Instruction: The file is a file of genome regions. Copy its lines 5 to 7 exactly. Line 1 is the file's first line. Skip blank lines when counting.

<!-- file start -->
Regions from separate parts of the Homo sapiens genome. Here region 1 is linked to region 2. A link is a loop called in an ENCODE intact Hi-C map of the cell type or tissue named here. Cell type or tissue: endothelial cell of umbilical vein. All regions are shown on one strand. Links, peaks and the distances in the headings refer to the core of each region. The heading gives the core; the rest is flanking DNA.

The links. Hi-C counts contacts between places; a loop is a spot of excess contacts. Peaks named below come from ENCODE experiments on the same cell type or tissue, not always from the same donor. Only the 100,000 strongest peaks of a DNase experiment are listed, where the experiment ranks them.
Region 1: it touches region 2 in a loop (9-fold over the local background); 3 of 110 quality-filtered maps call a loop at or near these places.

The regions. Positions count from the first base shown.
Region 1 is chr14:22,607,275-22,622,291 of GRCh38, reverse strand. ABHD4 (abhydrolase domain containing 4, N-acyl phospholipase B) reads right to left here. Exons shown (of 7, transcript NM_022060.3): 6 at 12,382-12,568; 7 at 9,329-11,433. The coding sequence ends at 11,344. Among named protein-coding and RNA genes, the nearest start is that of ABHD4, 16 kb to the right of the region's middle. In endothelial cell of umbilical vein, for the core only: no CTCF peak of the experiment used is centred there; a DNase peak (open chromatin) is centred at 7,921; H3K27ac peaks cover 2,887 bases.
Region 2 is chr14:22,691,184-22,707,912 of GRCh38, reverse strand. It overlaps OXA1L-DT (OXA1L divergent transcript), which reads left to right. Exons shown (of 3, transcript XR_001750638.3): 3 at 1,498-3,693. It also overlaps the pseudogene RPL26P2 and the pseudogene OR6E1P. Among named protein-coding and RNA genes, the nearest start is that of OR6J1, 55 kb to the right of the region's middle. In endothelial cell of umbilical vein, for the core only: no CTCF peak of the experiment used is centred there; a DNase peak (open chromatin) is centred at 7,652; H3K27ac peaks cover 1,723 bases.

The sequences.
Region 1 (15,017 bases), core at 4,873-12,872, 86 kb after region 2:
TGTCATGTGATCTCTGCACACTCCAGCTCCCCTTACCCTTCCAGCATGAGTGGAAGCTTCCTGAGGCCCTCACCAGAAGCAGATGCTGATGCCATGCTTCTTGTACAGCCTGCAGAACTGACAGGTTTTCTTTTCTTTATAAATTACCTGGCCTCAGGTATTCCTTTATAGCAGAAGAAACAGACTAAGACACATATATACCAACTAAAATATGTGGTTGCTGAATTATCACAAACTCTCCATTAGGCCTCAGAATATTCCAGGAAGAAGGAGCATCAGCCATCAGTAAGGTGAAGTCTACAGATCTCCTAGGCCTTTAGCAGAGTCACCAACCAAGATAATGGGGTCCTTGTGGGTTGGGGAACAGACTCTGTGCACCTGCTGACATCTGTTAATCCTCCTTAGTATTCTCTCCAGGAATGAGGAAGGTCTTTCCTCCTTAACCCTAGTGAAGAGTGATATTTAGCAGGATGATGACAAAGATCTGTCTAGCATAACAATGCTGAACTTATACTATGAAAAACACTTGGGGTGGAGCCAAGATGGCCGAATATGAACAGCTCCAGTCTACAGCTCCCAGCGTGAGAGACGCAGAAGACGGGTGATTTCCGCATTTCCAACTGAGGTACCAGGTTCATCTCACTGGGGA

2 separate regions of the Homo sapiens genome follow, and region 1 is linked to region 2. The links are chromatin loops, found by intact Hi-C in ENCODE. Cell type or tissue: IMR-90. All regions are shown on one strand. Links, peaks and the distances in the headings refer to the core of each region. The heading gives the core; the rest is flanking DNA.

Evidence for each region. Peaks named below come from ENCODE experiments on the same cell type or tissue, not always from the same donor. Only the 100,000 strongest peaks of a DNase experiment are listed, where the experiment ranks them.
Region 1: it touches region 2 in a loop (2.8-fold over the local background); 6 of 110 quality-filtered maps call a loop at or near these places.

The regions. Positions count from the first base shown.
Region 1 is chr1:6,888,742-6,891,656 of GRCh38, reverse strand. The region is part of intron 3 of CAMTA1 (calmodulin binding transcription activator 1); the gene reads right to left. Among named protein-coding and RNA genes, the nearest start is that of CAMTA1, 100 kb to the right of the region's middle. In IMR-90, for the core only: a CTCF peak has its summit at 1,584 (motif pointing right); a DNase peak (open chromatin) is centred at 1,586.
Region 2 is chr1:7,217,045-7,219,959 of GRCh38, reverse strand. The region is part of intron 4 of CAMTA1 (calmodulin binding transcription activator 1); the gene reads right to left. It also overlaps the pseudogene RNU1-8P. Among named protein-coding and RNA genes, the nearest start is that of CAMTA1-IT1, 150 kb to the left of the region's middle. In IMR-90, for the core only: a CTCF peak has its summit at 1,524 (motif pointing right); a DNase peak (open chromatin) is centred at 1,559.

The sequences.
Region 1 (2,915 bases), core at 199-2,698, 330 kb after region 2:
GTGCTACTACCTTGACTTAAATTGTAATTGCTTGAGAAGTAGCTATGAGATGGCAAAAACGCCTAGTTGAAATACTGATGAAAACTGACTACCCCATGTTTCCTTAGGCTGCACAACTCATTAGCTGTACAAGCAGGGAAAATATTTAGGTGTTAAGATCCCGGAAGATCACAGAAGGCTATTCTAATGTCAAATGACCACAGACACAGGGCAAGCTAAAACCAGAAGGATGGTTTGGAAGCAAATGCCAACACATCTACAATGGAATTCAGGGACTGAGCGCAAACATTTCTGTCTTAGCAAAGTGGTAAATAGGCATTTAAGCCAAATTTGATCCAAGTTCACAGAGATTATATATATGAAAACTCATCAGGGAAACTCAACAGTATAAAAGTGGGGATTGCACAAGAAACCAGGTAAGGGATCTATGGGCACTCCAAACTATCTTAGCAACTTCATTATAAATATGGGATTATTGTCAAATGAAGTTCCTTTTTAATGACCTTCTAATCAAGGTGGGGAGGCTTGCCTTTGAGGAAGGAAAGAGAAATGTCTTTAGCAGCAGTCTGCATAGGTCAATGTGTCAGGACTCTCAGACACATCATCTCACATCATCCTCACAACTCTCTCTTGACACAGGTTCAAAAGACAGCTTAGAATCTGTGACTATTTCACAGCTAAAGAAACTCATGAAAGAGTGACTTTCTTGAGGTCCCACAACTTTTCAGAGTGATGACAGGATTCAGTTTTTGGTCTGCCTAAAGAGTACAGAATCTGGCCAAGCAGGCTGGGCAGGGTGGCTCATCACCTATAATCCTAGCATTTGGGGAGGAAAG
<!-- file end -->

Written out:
Region 1 is chr14:22,607,275-22,622,291 of GRCh38, reverse strand. ABHD4 (abhydrolase domain containing 4, N-acyl phospholipase B) reads right to left here. Exons shown (of 7, transcript NM_022060.3): 6 at 12,382-12,568; 7 at 9,329-11,433. The coding sequence ends at 11,344. Among named protein-coding and RNA genes, the nearest start is that of ABHD4, 16 kb to the right of the region's middle. In endothelial cell of umbilical vein, for the core only: no CTCF peak of the experiment used is centred there; a DNase peak (open chromatin) is centred at 7,921; H3K27ac peaks cover 2,887 bases.
Region 2 is chr14:22,691,184-22,707,912 of GRCh38, reverse strand. It overlaps OXA1L-DT (OXA1L divergent transcript), which reads left to right. Exons shown (of 3, transcript XR_001750638.3): 3 at 1,498-3,693. It also overlaps the pseudogene RPL26P2 and the pseudogene OR6E1P. Among named protein-coding and RNA genes, the nearest start is that of OR6J1, 55 kb to the right of the region's middle. In endothelial cell of umbilical vein, for the core only: no CTCF peak of the experiment used is centred there; a DNase peak (open chromatin) is centred at 7,652; H3K27ac peaks cover 1,723 bases.

The sequences.